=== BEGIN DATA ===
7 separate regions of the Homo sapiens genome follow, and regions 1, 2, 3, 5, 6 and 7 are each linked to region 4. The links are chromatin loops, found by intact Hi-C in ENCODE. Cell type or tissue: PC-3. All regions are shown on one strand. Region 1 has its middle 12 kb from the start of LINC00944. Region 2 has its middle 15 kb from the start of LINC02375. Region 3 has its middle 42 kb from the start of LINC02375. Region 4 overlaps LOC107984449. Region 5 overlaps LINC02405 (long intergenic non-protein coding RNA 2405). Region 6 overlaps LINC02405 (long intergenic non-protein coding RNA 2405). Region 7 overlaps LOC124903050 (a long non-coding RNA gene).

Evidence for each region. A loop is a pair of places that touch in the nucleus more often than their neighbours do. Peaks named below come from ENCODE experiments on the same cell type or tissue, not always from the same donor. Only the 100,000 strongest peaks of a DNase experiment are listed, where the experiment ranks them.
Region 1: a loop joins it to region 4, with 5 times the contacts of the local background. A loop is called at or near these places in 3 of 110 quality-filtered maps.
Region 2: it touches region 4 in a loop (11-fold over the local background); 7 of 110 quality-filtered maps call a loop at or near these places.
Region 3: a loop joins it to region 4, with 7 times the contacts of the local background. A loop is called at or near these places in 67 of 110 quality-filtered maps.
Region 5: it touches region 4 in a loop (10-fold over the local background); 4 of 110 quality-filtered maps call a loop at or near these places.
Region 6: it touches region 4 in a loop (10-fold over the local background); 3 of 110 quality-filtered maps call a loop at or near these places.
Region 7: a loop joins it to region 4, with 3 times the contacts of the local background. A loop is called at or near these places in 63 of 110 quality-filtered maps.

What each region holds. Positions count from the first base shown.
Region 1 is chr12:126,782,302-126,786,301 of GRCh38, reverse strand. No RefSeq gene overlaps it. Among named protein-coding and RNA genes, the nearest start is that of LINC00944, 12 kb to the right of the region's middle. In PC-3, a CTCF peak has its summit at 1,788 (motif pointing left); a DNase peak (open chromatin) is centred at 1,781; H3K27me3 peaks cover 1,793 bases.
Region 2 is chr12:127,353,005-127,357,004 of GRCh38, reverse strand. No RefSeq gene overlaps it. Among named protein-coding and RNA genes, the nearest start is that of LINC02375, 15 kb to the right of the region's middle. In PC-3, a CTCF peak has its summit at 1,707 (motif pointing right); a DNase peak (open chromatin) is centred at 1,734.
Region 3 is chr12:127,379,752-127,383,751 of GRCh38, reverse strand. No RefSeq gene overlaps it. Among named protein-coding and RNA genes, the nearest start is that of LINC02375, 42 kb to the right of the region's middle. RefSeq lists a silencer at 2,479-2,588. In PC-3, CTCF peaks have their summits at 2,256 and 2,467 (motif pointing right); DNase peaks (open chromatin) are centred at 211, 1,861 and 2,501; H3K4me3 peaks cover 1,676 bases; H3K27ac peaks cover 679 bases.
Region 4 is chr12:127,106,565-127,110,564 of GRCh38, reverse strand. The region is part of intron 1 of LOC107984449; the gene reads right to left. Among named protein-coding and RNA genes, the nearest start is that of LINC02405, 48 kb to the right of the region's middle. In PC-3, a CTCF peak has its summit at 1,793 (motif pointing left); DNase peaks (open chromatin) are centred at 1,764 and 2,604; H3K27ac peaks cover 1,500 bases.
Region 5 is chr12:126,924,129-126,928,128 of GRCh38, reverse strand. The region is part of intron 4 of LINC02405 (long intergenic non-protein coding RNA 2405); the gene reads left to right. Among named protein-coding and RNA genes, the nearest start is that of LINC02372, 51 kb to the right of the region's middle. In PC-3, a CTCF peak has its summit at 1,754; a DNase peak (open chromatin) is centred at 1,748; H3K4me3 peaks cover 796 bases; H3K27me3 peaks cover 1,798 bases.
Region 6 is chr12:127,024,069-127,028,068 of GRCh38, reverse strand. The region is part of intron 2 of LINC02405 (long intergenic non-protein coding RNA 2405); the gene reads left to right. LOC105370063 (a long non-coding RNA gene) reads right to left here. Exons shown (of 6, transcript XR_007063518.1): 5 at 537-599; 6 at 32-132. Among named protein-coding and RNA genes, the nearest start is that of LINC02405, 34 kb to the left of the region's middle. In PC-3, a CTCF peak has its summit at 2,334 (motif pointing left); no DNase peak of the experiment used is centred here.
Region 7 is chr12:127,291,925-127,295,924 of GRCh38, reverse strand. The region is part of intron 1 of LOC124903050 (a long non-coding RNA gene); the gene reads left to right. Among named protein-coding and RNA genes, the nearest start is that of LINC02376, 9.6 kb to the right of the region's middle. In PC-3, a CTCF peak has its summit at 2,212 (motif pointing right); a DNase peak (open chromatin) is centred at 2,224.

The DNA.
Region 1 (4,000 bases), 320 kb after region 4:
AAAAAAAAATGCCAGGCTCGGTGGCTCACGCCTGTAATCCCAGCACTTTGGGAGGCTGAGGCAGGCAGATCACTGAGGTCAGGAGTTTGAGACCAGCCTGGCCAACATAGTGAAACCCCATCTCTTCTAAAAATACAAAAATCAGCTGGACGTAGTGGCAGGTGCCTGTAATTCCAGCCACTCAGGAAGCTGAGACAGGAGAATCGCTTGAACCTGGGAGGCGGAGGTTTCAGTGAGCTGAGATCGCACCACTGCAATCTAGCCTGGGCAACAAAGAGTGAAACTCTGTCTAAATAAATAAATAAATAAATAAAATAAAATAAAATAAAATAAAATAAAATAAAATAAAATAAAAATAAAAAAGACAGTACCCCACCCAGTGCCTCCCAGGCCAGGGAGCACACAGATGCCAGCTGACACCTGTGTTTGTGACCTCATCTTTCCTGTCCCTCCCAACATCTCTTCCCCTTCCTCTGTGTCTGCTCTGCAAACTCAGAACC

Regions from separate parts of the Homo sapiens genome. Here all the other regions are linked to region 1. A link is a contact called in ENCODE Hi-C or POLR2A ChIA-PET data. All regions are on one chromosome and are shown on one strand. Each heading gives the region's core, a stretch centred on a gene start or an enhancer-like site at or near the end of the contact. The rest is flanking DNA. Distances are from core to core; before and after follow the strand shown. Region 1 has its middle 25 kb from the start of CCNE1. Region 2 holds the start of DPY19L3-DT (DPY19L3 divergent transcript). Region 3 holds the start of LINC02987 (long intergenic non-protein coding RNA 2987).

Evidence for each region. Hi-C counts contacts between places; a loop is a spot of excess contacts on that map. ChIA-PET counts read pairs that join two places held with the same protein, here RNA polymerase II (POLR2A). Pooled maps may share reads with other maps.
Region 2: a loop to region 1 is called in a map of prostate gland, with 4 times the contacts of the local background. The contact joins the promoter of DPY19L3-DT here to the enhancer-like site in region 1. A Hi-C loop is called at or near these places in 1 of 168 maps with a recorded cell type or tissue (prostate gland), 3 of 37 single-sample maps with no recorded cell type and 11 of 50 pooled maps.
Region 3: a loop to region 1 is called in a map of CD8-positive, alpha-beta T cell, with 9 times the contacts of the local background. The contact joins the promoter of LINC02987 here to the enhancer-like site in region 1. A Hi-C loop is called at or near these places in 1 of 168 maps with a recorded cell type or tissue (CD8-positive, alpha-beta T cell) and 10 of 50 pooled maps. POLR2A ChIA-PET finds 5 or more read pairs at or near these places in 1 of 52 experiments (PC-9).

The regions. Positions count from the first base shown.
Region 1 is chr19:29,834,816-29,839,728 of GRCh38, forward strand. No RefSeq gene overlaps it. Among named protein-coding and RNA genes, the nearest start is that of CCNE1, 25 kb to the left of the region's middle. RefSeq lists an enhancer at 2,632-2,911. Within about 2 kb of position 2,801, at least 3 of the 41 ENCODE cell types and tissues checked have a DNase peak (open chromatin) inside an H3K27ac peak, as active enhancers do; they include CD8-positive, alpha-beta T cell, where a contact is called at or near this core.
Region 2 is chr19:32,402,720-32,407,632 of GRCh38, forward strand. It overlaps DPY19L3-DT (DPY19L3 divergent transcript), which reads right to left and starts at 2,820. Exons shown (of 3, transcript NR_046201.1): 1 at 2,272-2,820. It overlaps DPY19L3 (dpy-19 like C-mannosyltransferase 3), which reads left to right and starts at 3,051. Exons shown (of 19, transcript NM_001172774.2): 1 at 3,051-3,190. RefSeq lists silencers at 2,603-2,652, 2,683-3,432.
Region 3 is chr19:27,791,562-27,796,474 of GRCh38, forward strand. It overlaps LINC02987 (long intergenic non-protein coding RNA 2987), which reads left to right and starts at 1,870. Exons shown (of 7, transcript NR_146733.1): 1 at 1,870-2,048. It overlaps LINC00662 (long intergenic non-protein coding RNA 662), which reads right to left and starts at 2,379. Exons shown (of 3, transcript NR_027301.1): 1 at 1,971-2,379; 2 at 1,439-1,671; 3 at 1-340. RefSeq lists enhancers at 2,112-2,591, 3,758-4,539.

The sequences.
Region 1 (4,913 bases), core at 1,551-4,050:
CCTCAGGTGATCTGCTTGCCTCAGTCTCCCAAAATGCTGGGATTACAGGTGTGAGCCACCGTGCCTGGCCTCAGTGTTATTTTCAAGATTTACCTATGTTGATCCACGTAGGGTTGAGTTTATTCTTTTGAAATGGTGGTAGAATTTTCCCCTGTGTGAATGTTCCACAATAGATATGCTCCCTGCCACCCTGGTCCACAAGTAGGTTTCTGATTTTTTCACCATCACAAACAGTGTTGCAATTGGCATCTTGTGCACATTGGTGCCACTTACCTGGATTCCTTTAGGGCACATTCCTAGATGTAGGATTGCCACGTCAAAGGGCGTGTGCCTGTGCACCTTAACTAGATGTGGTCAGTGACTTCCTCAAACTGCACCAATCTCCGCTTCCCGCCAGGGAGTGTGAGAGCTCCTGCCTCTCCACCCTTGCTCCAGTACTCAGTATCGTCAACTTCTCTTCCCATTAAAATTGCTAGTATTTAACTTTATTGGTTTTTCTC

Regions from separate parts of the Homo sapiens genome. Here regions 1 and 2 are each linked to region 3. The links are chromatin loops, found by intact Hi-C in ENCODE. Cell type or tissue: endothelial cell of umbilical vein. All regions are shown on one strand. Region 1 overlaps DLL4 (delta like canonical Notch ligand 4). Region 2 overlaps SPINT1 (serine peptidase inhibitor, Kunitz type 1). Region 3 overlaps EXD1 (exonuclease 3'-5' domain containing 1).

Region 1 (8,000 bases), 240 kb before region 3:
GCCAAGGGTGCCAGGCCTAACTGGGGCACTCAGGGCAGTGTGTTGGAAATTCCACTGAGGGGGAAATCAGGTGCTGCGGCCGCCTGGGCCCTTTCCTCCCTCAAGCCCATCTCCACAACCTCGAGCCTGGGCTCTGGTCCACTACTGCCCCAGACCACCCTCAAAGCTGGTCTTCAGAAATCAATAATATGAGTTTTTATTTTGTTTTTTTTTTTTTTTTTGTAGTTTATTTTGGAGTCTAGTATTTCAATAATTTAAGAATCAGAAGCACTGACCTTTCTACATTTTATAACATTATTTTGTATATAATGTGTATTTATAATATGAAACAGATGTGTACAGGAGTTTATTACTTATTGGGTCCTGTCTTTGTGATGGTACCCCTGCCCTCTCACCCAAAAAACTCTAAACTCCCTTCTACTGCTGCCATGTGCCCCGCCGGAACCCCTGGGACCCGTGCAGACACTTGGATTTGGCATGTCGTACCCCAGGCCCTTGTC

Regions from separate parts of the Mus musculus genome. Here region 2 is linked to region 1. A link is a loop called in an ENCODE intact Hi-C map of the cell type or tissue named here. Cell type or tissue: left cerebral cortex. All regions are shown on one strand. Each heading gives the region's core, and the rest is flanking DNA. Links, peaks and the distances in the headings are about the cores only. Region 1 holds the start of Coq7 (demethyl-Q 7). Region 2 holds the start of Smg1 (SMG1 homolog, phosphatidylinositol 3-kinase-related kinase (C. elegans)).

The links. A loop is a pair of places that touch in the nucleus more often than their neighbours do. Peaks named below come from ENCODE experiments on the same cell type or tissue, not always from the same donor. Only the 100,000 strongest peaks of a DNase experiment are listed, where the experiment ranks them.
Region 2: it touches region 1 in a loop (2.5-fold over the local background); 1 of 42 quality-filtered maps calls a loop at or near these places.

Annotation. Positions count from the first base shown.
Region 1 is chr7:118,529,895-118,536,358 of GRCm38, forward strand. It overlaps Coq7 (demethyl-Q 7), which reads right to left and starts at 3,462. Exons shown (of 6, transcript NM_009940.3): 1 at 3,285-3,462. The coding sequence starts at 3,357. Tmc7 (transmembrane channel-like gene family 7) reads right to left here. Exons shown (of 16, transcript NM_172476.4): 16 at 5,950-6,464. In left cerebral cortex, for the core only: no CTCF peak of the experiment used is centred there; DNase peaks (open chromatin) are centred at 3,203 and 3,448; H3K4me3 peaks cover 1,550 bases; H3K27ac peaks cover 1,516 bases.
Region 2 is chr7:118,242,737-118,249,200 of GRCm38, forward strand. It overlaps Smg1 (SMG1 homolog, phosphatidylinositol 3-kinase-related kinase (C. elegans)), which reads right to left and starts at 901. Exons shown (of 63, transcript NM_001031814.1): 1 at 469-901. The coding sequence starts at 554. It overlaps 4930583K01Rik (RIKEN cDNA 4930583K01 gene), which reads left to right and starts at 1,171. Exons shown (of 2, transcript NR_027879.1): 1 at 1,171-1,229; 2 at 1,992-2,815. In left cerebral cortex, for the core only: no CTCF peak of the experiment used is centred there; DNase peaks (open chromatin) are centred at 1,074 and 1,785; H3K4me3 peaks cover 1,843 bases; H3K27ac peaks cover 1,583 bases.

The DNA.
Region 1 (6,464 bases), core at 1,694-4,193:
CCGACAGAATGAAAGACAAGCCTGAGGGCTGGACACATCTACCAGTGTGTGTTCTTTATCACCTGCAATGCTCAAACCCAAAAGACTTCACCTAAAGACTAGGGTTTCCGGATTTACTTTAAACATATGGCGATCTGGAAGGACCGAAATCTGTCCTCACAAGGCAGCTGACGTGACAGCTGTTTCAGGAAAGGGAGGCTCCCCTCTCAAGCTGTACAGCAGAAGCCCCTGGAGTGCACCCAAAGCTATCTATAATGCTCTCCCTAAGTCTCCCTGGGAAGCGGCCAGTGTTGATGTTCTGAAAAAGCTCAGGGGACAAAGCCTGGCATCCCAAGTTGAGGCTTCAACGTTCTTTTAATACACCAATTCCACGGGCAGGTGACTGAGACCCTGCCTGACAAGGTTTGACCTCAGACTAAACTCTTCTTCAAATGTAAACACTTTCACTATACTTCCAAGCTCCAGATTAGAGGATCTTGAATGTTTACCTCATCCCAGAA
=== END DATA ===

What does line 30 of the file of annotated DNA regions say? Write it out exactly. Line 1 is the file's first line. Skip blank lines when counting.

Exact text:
CCTCAGGTGATCTGCTTGCCTCAGTCTCCCAAAATGCTGGGATTACAGGTGTGAGCCACCGTGCCTGGCCTCAGTGTTATTTTCAAGATTTACCTATGTTGATCCACGTAGGGTTGAGTTTATTCTTTTGAAATGGTGGTAGAATTTTCCCCTGTGTGAATGTTCCACAATAGATATGCTCCCTGCCACCCTGGTCCACAAGTAGGTTTCTGATTTTTTCACCATCACAAACAGTGTTGCAATTGGCATCTTGTGCACATTGGTGCCACTTACCTGGATTCCTTTAGGGCACATTCCTAGATGTAGGATTGCCACGTCAAAGGGCGTGTGCCTGTGCACCTTAACTAGATGTGGTCAGTGACTTCCTCAAACTGCACCAATCTCCGCTTCCCGCCAGGGAGTGTGAGAGCTCCTGCCTCTCCACCCTTGCTCCAGTACTCAGTATCGTCAACTTCTCTTCCCATTAAAATTGCTAGTATTTAACTTTATTGGTTTTTCTC